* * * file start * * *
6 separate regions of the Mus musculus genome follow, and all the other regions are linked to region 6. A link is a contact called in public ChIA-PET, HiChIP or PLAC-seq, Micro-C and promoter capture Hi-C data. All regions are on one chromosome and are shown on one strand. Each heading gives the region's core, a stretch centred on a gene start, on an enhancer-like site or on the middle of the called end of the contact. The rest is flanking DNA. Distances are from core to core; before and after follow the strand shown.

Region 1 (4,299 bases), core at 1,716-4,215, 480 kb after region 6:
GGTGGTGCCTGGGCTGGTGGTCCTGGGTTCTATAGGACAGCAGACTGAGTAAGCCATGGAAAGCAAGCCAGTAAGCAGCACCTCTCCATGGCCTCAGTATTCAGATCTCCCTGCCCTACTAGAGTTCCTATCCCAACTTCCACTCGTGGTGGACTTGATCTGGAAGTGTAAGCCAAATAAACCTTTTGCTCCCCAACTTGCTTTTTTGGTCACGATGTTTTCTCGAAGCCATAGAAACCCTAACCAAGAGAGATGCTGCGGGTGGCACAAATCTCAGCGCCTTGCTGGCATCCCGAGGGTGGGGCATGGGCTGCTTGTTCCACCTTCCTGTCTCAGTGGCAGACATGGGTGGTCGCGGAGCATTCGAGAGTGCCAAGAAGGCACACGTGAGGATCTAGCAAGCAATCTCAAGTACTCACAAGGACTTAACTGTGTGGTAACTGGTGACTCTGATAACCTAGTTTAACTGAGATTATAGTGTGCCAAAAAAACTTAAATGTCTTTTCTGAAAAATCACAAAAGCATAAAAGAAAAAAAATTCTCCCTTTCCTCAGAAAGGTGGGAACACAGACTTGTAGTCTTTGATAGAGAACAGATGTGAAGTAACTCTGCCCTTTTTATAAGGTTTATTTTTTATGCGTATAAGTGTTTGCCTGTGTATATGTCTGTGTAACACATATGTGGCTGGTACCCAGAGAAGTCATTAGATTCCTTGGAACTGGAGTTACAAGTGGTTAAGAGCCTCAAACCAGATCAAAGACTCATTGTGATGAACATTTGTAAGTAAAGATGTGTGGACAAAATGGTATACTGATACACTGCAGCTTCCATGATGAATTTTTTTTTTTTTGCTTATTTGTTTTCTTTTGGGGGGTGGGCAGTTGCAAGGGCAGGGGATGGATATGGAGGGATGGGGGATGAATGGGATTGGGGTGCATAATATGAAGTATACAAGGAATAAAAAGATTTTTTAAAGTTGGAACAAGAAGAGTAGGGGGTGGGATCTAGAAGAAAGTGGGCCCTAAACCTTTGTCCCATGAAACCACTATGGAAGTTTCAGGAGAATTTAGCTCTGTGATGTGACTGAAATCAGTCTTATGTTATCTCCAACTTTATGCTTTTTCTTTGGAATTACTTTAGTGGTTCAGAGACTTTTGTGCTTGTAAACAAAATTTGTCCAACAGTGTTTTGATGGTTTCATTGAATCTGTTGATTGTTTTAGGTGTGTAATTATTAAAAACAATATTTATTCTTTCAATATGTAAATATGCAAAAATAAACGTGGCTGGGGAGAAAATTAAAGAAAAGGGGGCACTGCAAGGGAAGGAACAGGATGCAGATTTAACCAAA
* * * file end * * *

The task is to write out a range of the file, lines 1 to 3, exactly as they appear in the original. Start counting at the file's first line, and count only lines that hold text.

6 separate regions of the Mus musculus genome follow, and all the other regions are linked to region 6. A link is a contact called in public ChIA-PET, HiChIP or PLAC-seq, Micro-C and promoter capture Hi-C data. All regions are on one chromosome and are shown on one strand. Each heading gives the region's core, a stretch centred on a gene start, on an enhancer-like site or on the middle of the called end of the contact. The rest is flanking DNA. Distances are from core to core; before and after follow the strand shown.

Region 1 (4,299 bases), core at 1,716-4,215, 480 kb after region 6:
GGTGGTGCCTGGGCTGGTGGTCCTGGGTTCTATAGGACAGCAGACTGAGTAAGCCATGGAAAGCAAGCCAGTAAGCAGCACCTCTCCATGGCCTCAGTATTCAGATCTCCCTGCCCTACTAGAGTTCCTATCCCAACTTCCACTCGTGGTGGACTTGATCTGGAAGTGTAAGCCAAATAAACCTTTTGCTCCCCAACTTGCTTTTTTGGTCACGATGTTTTCTCGAAGCCATAGAAACCCTAACCAAGAGAGATGCTGCGGGTGGCACAAATCTCAGCGCCTTGCTGGCATCCCGAGGGTGGGGCATGGGCTGCTTGTTCCACCTTCCTGTCTCAGTGGCAGACATGGGTGGTCGCGGAGCATTCGAGAGTGCCAAGAAGGCACACGTGAGGATCTAGCAAGCAATCTCAAGTACTCACAAGGACTTAACTGTGTGGTAACTGGTGACTCTGATAACCTAGTTTAACTGAGATTATAGTGTGCCAAAAAAACTTAAATGTCTTTTCTGAAAAATCACAAAAGCATAAAAGAAAAAAAATTCTCCCTTTCCTCAGAAAGGTGGGAACACAGACTTGTAGTCTTTGATAGAGAACAGATGTGAAGTAACTCTGCCCTTTTTATAAGGTTTATTTTTTATGCGTATAAGTGTTTGCCTGTGTATATGTCTGTGTAACACATATGTGGCTGGTACCCAGAGAAGTCATTAGATTCCTTGGAACTGGAGTTACAAGTGGTTAAGAGCCTCAAACCAGATCAAAGACTCATTGTGATGAACATTTGTAAGTAAAGATGTGTGGACAAAATGGTATACTGATACACTGCAGCTTCCATGATGAATTTTTTTTTTTTTGCTTATTTGTTTTCTTTTGGGGGGTGGGCAGTTGCAAGGGCAGGGGATGGATATGGAGGGATGGGGGATGAATGGGATTGGGGTGCATAATATGAAGTATACAAGGAATAAAAAGATTTTTTAAAGTTGGAACAAGAAGAGTAGGGGGTGGGATCTAGAAGAAAGTGGGCCCTAAACCTTTGTCCCATGAAACCACTATGGAAGTTTCAGGAGAATTTAGCTCTGTGATGTGACTGAAATCAGTCTTATGTTATCTCCAACTTTATGCTTTTTCTTTGGAATTACTTTAGTGGTTCAGAGACTTTTGTGCTTGTAAACAAAATTTGTCCAACAGTGTTTTGATGGTTTCATTGAATCTGTTGATTGTTTTAGGTGTGTAATTATTAAAAACAATATTTATTCTTTCAATATGTAAATATGCAAAAATAAACGTGGCTGGGGAGAAAATTAAAGAAAAGGGGGCACTGCAAGGGAAGGAACAGGATGCAGATTTAACCAAA